Carole goes to bed early most nights, too. She used to be Hollywood's most indefatigable party girl. But no more. There may be some connection between the change of heart and the circumstance that she never looked so well in her life as she does today. After every picture is finished the lady goes to a quiet resort to recuperate. Arrowhead Hot Springs in San Bernardino mountains is a favorite. There she cuts off herself completely from jangling telephones and suitors who bear gifts of orchids and bids to the Trocadero.

Fair skinned as are all natural blondes, Carole uses light naturelle powder. She never puts spots of rouge on her cheeks, but sometimes when she is feeling particularly glowing inside and wants a face to match her spirits, she lightly rouges her entire face and then dusts a thin film of powder over it. She is famous for the highlighted effect she gets with her evening make-up.

This is the way she does it: A liquid powder base is patted evenly all over her face and allowed to dry. Then more of it is dabbed on the bridge of her nose, on her cheek bones and on the sides of her forehead directly over her cheek bones. Plenty of powder is then patted on and all the surplus brushed off. The procedure brings out the strong modeling of her features.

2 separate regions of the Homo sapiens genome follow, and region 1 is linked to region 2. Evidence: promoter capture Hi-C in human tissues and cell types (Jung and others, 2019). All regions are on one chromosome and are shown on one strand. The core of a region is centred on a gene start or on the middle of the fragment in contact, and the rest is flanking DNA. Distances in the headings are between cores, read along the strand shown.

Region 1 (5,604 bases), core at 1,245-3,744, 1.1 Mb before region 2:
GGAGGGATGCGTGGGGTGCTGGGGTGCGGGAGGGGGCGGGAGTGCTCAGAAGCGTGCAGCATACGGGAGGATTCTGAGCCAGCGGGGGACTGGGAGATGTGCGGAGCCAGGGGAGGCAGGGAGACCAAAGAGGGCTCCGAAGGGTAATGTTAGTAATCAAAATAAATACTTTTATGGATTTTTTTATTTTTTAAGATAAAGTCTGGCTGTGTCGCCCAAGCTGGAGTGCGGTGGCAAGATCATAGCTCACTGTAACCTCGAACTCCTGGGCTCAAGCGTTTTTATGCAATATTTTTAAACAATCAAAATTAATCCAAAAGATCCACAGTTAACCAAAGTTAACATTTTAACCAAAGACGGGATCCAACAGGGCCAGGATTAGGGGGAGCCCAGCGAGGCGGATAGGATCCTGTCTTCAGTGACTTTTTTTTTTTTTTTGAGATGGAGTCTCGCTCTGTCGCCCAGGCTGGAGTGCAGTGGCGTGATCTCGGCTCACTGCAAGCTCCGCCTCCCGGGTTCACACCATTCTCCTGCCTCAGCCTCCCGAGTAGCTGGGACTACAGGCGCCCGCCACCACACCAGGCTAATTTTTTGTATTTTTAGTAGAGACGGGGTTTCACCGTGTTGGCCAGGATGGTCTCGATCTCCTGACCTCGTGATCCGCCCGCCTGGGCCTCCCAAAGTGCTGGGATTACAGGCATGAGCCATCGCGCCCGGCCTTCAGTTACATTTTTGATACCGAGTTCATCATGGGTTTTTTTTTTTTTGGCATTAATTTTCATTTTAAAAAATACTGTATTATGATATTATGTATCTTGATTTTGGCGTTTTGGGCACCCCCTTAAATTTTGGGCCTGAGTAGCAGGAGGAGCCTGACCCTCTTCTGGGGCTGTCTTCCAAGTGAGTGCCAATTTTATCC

Here's a girl who believes in emphazising any possible defect in her features, a courageous behaviour which sometimes makes an asset of the very fault. Thus does she always stress her prominent forehead. Her hair is swept back from her face and she lets her firm chin balance that high, rounded brow. Disliking permanent waves very much, Carole has her hair set in a finger wave. Before it's quite dry she tousles it by running her fingers through it. Then when she combs it out the effect is a soft, loose curl. The only time an iron ever touches it is ocassionally on the set, when the hairdresser restrains the ends a little. And then the iron is only warm. Carole's hair is only dry cleaned every working day. She uses one of these petroleum base quick drying shampoos. It appears to me that a major part of Carole Lombard's charm is a studied carelessness. This in spite of the fact that she frequently has been called the best dressed woman in Hollywood. She doesn't care for the title, by the way.

And didn't I warn you we'd never be able to stick to manicures?

Written by Grace Grandville for the Milwaukee Journal - Dec 1, 1935


  1. Love the post! Carole was well before her time! Less IS more. I love the idea that she highlights "flaws". I never could fall in line with my make up teacher on hiding "flaws". That is what makes each woman beautiful and unique!

    1. Less is indeed more. Being decorated with tons of jewellery only looks good on Mae West haha!

  2. This was a really engaging, lovely 1930s article. I was struck by the fact that I too, like Carole, sometimes intentionally wear dark or very saturated polishes because I love the contrast between them and my fair skin.

    ♥ Jessica

    1. Yes I love to do that, too! A very deep red on my very pale skin. I love it!

  3. Just came across this article and would like to reprint it -- giving you credit, of course -- at the Lombard site I've run since 2007, Carole & Co. Please get back to me ASAP at